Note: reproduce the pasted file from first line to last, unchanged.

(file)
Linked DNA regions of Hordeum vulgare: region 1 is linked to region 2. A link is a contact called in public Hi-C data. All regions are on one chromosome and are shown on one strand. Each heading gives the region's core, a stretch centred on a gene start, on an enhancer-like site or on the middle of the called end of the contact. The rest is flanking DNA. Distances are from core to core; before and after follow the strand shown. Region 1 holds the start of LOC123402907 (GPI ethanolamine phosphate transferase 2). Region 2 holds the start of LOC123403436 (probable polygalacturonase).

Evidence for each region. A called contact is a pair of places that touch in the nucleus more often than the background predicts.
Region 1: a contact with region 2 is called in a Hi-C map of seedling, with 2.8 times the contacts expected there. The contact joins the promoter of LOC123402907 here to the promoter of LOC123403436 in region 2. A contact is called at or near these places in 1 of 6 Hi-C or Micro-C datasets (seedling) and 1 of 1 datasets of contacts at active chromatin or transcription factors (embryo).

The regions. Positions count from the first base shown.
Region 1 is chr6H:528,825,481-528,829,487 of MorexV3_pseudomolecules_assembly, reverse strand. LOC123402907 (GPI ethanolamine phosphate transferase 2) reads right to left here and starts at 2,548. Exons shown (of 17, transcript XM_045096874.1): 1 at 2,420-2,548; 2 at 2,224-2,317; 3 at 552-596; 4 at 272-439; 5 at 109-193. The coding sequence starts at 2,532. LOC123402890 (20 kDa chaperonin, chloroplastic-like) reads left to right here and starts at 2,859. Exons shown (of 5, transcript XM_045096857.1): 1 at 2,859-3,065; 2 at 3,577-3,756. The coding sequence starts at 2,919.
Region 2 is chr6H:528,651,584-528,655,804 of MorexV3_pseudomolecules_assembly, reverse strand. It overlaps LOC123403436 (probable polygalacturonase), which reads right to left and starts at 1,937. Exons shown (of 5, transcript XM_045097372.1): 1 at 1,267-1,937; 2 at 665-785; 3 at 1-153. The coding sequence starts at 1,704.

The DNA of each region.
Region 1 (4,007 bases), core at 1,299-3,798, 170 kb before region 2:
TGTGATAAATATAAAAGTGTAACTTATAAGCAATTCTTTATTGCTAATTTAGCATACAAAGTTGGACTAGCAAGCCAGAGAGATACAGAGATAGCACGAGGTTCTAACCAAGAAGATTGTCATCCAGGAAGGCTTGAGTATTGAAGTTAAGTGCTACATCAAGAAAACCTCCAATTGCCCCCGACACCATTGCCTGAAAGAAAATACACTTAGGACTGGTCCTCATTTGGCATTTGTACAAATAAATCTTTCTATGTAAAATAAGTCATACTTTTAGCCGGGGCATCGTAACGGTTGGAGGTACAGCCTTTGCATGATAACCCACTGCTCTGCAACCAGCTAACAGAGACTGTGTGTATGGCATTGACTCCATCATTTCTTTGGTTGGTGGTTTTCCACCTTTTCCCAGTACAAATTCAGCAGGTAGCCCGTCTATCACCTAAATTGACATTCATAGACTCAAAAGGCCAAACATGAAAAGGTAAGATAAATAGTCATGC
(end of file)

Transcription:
Linked DNA regions of Hordeum vulgare: region 1 is linked to region 2. A link is a contact called in public Hi-C data. All regions are on one chromosome and are shown on one strand. Each heading gives the region's core, a stretch centred on a gene start, on an enhancer-like site or on the middle of the called end of the contact. The rest is flanking DNA. Distances are from core to core; before and after follow the strand shown. Region 1 holds the start of LOC123402907 (GPI ethanolamine phosphate transferase 2). Region 2 holds the start of LOC123403436 (probable polygalacturonase).

Evidence for each region. A called contact is a pair of places that touch in the nucleus more often than the background predicts.
Region 1: a contact with region 2 is called in a Hi-C map of seedling, with 2.8 times the contacts expected there. The contact joins the promoter of LOC123402907 here to the promoter of LOC123403436 in region 2. A contact is called at or near these places in 1 of 6 Hi-C or Micro-C datasets (seedling) and 1 of 1 datasets of contacts at active chromatin or transcription factors (embryo).

The regions. Positions count from the first base shown.
Region 1 is chr6H:528,825,481-528,829,487 of MorexV3_pseudomolecules_assembly, reverse strand. LOC123402907 (GPI ethanolamine phosphate transferase 2) reads right to left here and starts at 2,548. Exons shown (of 17, transcript XM_045096874.1): 1 at 2,420-2,548; 2 at 2,224-2,317; 3 at 552-596; 4 at 272-439; 5 at 109-193. The coding sequence starts at 2,532. LOC123402890 (20 kDa chaperonin, chloroplastic-like) reads left to right here and starts at 2,859. Exons shown (of 5, transcript XM_045096857.1): 1 at 2,859-3,065; 2 at 3,577-3,756. The coding sequence starts at 2,919.
Region 2 is chr6H:528,651,584-528,655,804 of MorexV3_pseudomolecules_assembly, reverse strand. It overlaps LOC123403436 (probable polygalacturonase), which reads right to left and starts at 1,937. Exons shown (of 5, transcript XM_045097372.1): 1 at 1,267-1,937; 2 at 665-785; 3 at 1-153. The coding sequence starts at 1,704.

The DNA of each region.
Region 1 (4,007 bases), core at 1,299-3,798, 170 kb before region 2:
TGTGATAAATATAAAAGTGTAACTTATAAGCAATTCTTTATTGCTAATTTAGCATACAAAGTTGGACTAGCAAGCCAGAGAGATACAGAGATAGCACGAGGTTCTAACCAAGAAGATTGTCATCCAGGAAGGCTTGAGTATTGAAGTTAAGTGCTACATCAAGAAAACCTCCAATTGCCCCCGACACCATTGCCTGAAAGAAAATACACTTAGGACTGGTCCTCATTTGGCATTTGTACAAATAAATCTTTCTATGTAAAATAAGTCATACTTTTAGCCGGGGCATCGTAACGGTTGGAGGTACAGCCTTTGCATGATAACCCACTGCTCTGCAACCAGCTAACAGAGACTGTGTGTATGGCATTGACTCCATCATTTCTTTGGTTGGTGGTTTTCCACCTTTTCCCAGTACAAATTCAGCAGGTAGCCCGTCTATCACCTAAATTGACATTCATAGACTCAAAAGGCCAAACATGAAAAGGTAAGATAAATAGTCATGC